Cooper and Tang are doing the getting to know you dance, though. She’s on edge, waiting to hear whatever shit John’s going to give her, but that’s not Cooper. He says he’ll just call her “Jessica,” if that’s all right by her? Her shoulders drop a bit. She asks about his rehab, getting him tense until he realizes she means from his back surgery. Okay. That secret might still be under wraps. Ben knew for sure, but… maybe no one else knows about him using. But she might know that he’s gay?  Oh, that he’s “an upstanding officer.”  But. You can’t keep secrets for long on the force, it seems.

Some guy cuts in front of them, almost hitting a pedestrian, so they light up, Jessica’s on point, but the driver doesn’t buy her authority for a minute and threatens her, is disrespectful, then John looms in the passenger window, ordering him to step out. A black SUV rolls up, cutting them off, and they both pull their guns. But it’s this kid’s mama, who orders him out, reads him the riot act, and John, laughing to himself, informs her that her son was very rude and disrespectful to them. I love John Cooper, good god, what a great character.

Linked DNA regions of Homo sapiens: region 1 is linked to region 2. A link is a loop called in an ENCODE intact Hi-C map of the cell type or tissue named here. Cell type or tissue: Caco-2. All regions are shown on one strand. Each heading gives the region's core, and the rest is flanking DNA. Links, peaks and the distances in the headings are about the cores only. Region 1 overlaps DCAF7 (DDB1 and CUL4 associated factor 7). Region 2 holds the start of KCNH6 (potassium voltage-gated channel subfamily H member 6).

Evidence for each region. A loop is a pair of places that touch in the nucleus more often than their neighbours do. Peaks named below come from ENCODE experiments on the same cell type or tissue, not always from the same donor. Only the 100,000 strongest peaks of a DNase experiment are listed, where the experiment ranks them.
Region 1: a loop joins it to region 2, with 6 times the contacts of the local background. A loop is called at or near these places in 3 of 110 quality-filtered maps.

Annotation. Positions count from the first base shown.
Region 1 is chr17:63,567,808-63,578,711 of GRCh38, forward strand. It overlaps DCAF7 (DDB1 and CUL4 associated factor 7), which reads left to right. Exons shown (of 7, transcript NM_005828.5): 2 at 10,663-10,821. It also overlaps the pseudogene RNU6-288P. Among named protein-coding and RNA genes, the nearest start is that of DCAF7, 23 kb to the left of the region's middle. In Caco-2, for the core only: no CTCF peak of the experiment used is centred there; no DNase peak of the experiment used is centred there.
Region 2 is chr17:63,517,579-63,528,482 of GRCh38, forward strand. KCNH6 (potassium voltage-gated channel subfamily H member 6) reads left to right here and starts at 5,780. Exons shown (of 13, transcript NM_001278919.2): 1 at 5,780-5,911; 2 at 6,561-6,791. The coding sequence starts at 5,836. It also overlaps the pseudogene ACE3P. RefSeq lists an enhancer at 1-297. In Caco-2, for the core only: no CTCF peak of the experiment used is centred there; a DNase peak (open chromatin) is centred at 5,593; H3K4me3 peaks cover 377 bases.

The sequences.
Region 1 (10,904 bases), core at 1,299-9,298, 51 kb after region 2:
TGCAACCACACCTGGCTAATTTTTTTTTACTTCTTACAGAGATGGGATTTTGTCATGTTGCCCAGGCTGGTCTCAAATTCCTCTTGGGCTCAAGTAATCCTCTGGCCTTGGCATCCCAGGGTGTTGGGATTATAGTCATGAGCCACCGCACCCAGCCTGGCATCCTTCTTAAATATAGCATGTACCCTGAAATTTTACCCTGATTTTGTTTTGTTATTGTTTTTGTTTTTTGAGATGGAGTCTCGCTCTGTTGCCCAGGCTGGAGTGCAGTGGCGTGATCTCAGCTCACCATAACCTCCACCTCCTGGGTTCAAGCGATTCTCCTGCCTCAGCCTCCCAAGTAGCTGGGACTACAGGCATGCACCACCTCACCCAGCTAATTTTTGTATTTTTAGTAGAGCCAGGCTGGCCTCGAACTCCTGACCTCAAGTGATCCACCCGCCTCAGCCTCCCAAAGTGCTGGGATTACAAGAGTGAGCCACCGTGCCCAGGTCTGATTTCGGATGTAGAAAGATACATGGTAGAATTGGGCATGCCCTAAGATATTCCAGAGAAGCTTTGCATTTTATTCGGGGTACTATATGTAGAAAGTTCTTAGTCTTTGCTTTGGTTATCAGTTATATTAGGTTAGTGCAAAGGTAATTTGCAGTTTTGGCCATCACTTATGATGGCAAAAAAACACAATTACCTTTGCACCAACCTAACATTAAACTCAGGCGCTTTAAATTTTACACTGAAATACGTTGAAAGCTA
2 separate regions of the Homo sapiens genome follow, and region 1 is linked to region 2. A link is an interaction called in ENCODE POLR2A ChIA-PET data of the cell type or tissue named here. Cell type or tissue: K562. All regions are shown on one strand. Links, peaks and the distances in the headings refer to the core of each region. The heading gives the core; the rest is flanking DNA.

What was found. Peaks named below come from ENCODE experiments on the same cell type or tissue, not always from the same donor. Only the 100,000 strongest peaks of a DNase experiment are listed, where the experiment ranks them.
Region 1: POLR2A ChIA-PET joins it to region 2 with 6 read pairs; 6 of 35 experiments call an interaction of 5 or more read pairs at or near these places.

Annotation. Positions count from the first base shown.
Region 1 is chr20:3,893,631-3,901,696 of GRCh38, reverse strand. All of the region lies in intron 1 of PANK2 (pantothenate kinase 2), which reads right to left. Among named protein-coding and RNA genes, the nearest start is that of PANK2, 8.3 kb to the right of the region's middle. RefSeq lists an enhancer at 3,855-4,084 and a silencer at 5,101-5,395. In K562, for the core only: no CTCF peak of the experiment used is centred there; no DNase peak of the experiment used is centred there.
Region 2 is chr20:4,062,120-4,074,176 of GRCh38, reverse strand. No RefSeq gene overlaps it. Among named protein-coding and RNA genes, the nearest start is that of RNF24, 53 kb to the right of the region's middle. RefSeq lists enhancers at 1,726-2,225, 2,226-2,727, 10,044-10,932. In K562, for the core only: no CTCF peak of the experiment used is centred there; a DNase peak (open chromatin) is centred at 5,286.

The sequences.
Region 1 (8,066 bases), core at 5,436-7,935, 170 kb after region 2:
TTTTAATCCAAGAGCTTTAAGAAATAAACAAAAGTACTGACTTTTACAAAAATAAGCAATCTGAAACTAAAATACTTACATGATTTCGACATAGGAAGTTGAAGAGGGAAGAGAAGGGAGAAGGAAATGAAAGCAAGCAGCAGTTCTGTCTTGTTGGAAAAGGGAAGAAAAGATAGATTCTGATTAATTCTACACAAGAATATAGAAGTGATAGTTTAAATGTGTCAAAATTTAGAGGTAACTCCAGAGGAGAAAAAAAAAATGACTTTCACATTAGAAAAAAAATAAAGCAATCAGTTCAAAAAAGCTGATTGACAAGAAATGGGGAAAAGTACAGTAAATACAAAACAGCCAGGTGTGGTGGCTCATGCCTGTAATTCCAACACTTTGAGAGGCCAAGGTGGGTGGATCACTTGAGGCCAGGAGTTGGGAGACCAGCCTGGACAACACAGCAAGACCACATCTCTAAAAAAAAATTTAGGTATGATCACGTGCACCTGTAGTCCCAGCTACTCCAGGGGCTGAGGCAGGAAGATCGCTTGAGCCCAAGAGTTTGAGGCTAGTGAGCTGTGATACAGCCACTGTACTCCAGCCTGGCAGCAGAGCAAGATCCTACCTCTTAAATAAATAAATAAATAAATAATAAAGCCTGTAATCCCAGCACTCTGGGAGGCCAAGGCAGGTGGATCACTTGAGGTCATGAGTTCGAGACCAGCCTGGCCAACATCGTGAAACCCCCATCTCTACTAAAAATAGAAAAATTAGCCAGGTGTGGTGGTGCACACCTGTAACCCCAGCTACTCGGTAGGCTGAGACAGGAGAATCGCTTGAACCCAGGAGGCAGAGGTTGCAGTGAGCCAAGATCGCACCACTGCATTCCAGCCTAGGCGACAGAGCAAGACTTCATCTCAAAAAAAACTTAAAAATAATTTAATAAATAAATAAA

They get weary of Mom, so they lead the kid off, with John muttering, “I get why you want to go to jail…”

Sammy and Ben, meanwhile, are in pursuit of gunshots when they spot the shoot out in an alley. Two guys are running in a chase, randomly firing like a couple of assholes. They race up the alley in their squad car when the guy in the back takes a head shot and goes down. They call it in, request back up, and find the lone gunman running into a school. Backup is there, and they run through the mass of screaming kids, telling them to get down and out, and they enter the building, quietly.

This is what the show does so amazingly well: as they hold their breath, quietly looking for where he went (Dewey softly guiding a child out from under a desk and outside to his teacher) we’re holding our breath and looking for the shooter as well. I saw a locker partially opened and worried he was in there. Ben’s walkie bangs into a trash can and my hands are at my mouth saying, “SHH!” It’s real time, it’s real emotion, and it’s outstanding television.